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2.20 AOK: History
Transcript of 2.20 AOK: History
Language and Concepts
Links to Personal Knowledge
Kolakowski’s ‘law of the infinite cornucopia’, which states that an infinite number of explanations can be found for any given event.
"It often seems to me as if history is like a child’s box of letters, with which we can spell any word we please. We have only to pick out such letters as we want, arrange them as we like, and say nothing about those which do not suit our purpose".
Froude in Evans, 1997
Where do historians look for knowledge?
history from above- sources pertaining to prominent influential individuals
History from below- sources pertaining to ordinary people, or grand structural forces
History from the outside- sources geared to empirically verifiable events
History from the inside- sources that give some insight into states of mind of historical figures
British historian, Arnold Toynbee,
20 years, published 12 volume,
The Study of History
"...history could be organized in the terms of the rise and fall of civilizations."
"History can provide maps geared to the pragmatic aims of policy and served up to citizens in ways that are intended to bolster a sense of identity, pride, and belonging to a particular state or other community."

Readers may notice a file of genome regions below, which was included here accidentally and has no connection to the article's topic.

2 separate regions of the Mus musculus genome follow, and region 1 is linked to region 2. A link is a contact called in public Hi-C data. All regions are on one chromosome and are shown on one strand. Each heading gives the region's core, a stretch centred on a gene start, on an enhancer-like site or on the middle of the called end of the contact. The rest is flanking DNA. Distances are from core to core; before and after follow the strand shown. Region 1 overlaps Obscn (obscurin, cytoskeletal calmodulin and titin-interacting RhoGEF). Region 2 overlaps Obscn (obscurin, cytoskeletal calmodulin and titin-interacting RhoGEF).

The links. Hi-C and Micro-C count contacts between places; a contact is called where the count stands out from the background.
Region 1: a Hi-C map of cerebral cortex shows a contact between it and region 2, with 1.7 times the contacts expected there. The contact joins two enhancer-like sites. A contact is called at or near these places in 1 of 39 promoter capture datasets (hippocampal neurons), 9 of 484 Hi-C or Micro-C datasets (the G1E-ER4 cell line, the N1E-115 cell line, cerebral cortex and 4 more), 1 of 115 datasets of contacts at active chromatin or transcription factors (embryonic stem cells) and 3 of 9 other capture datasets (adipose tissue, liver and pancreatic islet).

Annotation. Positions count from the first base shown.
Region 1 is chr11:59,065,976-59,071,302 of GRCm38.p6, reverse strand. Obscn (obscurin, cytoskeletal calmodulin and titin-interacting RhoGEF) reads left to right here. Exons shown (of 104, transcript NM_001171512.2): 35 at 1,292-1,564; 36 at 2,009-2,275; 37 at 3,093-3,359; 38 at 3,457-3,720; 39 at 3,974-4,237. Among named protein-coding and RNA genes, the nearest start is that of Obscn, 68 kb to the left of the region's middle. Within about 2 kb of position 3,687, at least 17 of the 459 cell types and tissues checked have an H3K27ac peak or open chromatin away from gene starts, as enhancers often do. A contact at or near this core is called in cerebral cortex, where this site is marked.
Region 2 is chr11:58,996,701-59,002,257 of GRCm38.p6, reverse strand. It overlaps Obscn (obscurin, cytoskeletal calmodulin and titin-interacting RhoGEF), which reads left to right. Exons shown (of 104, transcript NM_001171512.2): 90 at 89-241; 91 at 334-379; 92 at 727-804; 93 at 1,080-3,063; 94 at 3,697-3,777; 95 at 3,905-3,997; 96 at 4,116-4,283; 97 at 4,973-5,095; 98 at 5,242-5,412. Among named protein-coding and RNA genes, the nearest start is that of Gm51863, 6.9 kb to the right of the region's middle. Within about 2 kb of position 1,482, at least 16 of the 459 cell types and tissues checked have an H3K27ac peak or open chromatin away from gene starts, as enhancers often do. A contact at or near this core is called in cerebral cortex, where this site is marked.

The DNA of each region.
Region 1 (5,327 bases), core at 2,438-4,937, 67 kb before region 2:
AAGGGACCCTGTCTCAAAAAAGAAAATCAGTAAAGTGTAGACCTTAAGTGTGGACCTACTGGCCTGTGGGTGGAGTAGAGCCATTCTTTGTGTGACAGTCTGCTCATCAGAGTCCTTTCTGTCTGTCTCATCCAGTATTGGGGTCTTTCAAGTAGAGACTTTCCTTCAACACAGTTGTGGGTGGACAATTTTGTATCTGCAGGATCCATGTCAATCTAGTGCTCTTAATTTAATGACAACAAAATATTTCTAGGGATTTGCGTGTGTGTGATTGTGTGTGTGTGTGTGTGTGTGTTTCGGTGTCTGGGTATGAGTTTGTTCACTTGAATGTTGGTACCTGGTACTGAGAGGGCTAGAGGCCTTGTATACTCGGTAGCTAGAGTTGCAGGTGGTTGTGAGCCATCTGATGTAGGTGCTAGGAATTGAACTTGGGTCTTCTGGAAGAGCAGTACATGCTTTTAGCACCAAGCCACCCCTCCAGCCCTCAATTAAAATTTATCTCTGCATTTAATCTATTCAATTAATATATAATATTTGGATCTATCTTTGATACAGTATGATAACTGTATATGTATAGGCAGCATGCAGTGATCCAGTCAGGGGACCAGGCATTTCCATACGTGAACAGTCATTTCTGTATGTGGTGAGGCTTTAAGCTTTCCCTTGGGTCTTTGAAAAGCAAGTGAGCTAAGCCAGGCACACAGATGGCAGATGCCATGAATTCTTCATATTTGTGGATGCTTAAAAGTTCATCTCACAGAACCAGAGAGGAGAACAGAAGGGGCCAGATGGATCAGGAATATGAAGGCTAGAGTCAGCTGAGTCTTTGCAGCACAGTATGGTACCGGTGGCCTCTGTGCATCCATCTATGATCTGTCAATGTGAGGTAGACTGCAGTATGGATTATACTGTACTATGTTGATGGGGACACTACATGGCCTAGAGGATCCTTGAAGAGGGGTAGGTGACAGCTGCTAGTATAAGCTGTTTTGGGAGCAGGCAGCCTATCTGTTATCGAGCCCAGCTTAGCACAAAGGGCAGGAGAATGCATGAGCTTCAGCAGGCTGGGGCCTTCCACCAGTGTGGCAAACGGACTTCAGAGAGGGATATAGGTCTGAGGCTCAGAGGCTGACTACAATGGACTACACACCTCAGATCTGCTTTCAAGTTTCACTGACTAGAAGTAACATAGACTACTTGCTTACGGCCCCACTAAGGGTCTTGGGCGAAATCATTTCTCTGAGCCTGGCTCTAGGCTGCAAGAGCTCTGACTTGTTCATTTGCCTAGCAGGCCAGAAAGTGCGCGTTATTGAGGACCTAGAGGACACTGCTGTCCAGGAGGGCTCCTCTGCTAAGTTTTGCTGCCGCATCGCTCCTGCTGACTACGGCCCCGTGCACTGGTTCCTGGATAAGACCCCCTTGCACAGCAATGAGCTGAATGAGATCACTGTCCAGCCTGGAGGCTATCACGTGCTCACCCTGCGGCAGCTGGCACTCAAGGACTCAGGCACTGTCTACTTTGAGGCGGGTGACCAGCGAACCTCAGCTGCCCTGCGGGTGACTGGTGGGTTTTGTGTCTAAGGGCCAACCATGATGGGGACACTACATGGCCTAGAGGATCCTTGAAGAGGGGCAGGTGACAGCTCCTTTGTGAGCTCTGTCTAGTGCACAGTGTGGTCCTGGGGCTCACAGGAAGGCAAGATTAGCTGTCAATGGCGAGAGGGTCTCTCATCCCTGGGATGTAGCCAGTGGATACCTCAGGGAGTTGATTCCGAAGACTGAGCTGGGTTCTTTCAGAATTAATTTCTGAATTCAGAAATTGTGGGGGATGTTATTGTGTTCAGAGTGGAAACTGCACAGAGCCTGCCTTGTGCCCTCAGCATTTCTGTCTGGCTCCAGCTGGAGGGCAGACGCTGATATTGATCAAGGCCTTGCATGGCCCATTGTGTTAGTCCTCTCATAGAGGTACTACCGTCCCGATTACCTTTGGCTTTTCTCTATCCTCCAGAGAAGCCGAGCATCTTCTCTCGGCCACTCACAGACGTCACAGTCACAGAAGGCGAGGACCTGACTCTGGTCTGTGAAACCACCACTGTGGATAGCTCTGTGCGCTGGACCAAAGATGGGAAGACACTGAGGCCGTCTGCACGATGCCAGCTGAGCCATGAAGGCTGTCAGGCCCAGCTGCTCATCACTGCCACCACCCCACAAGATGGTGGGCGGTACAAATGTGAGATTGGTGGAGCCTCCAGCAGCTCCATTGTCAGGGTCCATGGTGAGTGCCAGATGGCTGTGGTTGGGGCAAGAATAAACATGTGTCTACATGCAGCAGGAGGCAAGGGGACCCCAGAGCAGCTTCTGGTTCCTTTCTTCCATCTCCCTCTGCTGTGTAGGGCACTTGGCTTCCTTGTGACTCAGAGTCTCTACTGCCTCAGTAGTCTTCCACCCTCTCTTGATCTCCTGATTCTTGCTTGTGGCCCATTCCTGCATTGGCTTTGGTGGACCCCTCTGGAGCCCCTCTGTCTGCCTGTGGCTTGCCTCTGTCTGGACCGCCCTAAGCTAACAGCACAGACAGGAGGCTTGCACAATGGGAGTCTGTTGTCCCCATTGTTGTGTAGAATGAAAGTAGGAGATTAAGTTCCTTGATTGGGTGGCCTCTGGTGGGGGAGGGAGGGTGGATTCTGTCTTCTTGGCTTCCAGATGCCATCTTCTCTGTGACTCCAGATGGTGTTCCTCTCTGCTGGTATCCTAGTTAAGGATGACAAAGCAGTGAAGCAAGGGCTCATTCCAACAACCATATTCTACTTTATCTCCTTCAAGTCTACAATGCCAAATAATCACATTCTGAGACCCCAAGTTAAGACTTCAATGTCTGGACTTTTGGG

He who controls the present controls the past.”
“He who controls the past controls the future.
WHAT limitations exist in determining knowledge in History?
How do we organize knowledge in History?
Is the territory of history, the past, the human past or the recorded human past? On what basis
would you justify your answer?
that the future can be foretold, to a high degree of accuracy, through the manipulation of data concerning the past and present trends of a wide range of physical and psychological phenomena.
Two possible applications of historical knowledge might be its use in
(a) generating predictions and
(b) giving us the insights necessary to make transformative interventions in the present or future.
Which of these goals might be more realistic?
A historical fact is something that happened in history and can be verified as such through the traces history has left behind. Whether or not the historian has actually carried out the act of verification is irrelevant to its factuality. [...] Where theory and interpretation come in is where facts are converted into evidence [...] The historian formulates a thesis, goes looking for evidence and discovers facts.
Facts, evidence, and theory
-Sir Richard Evans
• Recruiting some objective facts as evidence in support of your conclusion.
• Producing facts by selecting statements and arriving at your conclusion from them.
• Arriving at your conclusion from objective facts in an inductive and balanced fashion.
Cause and Effect
a Multiple causes as sufficient conditions:
each cause will bring about the effect independently
b Remote and proximate causes:
a chain in which each effect becomes the next cause
c Simple cause:
one cause for one effect
d Multiple causes as necessary conditions:
all causes are needed together to bring about the effect
e Multiple effects:
one cause for several effects
Progress, decline, cycles